Is Your College Student Making the Grade?
Steps parents can take to promote academic wellness in college
Posted Mar 13, 2016
In my 20 years as a college counseling center psychiatrist, I’ve seen an unfortunate story play out all too often. A student arrives to college full of hopes and dreams of being an engineer, a doctor, an accountant, or a writer. They enthusiastically attend their freshman classes, sometimes taking a “weed out” class in their respective majors – usually chemistry for pre-med – and they get a D or F on their first exam.
In an ideal world, freshmen would tell parents if they are struggling academically, and together problem solve on ways to improve. But this often does not happen. Freshmen embrace their newfound independence and want to figure out things on their own. Students think if they study longer, try harder, it will all work out. And then they see the end of the semester grades consisting of C’s, or worse.
In the pre-FERPA era, parents could view the end of the semester grades, and intervene at that point. But the increasingly restrictive FERPA laws limit a parent’s access to educational records. Now, students need to give permission to the university if parents want to view grades. Many students do not grant their parents access.
So when freshmen get bad grades at the end of their first semester, they may not inform parents. They may even lie about grades. I have never seen a student lie out of malice. They genuinely believe they can make positive changes, but sometimes lack the life experience or maturity to make an effective plan.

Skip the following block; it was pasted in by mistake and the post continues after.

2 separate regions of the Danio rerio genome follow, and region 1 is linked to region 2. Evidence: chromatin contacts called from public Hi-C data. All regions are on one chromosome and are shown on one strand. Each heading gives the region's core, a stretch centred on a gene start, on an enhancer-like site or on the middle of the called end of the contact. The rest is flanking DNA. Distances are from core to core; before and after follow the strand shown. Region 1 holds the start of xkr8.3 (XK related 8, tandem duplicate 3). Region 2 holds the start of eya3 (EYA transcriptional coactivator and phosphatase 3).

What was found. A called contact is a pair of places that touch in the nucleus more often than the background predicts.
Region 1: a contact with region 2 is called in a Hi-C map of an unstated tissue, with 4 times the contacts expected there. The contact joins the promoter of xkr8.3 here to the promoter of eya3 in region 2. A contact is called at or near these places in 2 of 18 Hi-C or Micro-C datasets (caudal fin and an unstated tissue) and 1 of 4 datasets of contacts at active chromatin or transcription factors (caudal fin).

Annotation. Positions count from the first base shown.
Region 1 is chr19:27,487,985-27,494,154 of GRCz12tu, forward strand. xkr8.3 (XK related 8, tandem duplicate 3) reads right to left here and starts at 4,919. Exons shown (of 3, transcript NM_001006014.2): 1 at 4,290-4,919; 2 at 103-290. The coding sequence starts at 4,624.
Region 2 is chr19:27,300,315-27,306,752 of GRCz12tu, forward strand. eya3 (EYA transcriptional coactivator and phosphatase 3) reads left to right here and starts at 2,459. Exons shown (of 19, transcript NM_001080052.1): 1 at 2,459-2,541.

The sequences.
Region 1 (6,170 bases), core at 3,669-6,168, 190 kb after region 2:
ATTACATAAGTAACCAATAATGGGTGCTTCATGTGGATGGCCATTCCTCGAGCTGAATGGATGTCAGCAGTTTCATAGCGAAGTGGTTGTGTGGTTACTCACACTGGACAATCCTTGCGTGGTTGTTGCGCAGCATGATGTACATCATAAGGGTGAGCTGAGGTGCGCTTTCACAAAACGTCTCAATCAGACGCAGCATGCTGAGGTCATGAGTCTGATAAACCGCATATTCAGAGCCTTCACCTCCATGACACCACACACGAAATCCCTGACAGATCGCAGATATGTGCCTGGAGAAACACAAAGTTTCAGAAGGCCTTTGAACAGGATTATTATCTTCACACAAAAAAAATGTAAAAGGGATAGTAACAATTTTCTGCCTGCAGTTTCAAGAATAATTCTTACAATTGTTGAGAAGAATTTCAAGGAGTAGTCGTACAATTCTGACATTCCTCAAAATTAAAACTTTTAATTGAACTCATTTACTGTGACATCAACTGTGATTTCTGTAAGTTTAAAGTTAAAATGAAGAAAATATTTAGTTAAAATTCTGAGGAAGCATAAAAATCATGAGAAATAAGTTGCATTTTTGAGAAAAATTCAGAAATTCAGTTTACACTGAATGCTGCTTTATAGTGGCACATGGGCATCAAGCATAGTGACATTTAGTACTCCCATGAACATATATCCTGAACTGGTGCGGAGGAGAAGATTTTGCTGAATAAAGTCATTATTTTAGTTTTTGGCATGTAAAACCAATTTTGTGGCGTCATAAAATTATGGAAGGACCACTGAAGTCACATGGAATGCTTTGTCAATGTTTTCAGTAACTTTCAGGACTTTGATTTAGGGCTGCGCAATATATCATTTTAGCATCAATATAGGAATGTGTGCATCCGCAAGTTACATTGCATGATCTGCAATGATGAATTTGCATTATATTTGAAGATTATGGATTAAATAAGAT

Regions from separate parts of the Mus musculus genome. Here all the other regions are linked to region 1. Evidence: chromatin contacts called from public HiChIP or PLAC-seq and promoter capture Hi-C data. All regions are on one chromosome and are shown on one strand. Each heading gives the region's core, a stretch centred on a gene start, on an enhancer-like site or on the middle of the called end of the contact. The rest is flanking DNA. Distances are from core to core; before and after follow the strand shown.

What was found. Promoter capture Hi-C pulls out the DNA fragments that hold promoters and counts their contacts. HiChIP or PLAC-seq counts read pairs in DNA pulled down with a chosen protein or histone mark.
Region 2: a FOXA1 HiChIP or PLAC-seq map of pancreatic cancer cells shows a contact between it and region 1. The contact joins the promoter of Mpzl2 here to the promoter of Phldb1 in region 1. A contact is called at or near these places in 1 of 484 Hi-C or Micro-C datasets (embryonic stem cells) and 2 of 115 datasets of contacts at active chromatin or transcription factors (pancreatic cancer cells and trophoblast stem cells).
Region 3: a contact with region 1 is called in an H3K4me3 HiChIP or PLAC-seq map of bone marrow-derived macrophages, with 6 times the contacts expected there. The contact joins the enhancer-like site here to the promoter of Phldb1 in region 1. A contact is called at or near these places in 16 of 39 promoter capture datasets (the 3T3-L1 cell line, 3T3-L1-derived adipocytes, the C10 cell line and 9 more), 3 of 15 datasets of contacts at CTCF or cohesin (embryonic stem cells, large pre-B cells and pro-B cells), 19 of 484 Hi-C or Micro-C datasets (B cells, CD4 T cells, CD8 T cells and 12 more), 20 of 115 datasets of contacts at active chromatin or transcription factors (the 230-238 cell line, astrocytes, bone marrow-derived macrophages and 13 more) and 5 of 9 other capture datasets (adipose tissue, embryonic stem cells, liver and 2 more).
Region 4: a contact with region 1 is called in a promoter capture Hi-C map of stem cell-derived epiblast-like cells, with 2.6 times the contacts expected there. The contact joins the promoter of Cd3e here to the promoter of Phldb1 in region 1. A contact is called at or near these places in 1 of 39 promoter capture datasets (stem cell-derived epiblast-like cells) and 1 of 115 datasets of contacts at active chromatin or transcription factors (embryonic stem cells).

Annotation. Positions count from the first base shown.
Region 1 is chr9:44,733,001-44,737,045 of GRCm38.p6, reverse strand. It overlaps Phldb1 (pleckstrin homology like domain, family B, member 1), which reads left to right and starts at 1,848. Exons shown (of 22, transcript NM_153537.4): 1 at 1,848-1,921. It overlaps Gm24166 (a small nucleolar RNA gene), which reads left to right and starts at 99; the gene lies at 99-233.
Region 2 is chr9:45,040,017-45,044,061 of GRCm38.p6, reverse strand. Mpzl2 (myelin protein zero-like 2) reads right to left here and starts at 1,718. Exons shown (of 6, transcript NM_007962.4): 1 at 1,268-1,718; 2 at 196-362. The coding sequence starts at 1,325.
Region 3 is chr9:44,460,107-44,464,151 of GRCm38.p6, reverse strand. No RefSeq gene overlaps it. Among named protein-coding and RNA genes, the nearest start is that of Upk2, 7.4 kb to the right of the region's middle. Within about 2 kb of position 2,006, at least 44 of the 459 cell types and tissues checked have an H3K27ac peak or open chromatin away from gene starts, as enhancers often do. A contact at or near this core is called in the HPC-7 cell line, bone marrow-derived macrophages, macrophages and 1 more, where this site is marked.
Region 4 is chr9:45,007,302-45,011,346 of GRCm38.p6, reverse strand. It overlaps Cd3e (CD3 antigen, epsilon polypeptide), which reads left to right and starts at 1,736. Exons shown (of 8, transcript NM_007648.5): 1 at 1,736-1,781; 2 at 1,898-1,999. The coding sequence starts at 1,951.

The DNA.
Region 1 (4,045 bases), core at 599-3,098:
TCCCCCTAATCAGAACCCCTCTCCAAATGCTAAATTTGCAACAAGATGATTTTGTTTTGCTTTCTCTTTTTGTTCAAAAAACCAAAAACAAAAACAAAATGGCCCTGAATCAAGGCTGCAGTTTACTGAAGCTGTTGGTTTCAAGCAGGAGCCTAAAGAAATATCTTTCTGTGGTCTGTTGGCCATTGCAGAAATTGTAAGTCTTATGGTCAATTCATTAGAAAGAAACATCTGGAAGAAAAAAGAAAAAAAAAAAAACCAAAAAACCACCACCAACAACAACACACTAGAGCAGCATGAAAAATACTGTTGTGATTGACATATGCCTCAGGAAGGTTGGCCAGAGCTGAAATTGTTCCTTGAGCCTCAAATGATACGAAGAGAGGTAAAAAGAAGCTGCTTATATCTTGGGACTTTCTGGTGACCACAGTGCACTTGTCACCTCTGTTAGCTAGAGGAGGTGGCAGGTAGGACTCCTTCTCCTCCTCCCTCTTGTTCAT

At this point, you might say that a college student is an adult and should solve her own academic problems. But I would argue that parents taking a hands-off approach could have disastrous results. Students may continue to struggle until they are on academic probation or asked to leave school. Poor academic performance can lead to depression and anxiety, or exacerbate a pre-existing mental health disorder.
Parent involvement is more important than ever, as graduation for many students can take up to 6 years, or may not occur at all. For the 2007 starting cohort, 39.4% graduated within four years and 59.2% graduated within 6 years, leaving 40.8% taking more than 6 years to graduate, if they do.
What can parents do to promote academic health? How can they support students who struggle academically?
Do’s and Don'ts for Parents Promoting Academic Wellness
1. Do check your child’s grades at the end of every semester. Encourage your child to sign the form allowing parent access to educational records.
2. Don’t check your child’s every test grade.
3. Do encourage your child to obtain tutoring early in the semester if she is having trouble with a class. She can also go to her professor’s office hours for help.
3. Don’t do your child’s work for her.
4. Don’t call your child’s professor and complain about a grade. Do encourage your child to talk with the appropriate campus advocates if she believes she is being graded unfairly.
5. Don’t pick your child’s major, but if she asks for your advice, help her review the online course catalogue and explore the possibilities.
6. Don’t force your child into a career in which she lacks ability or interest. There are jobs in fields other than medicine, law, and engineering!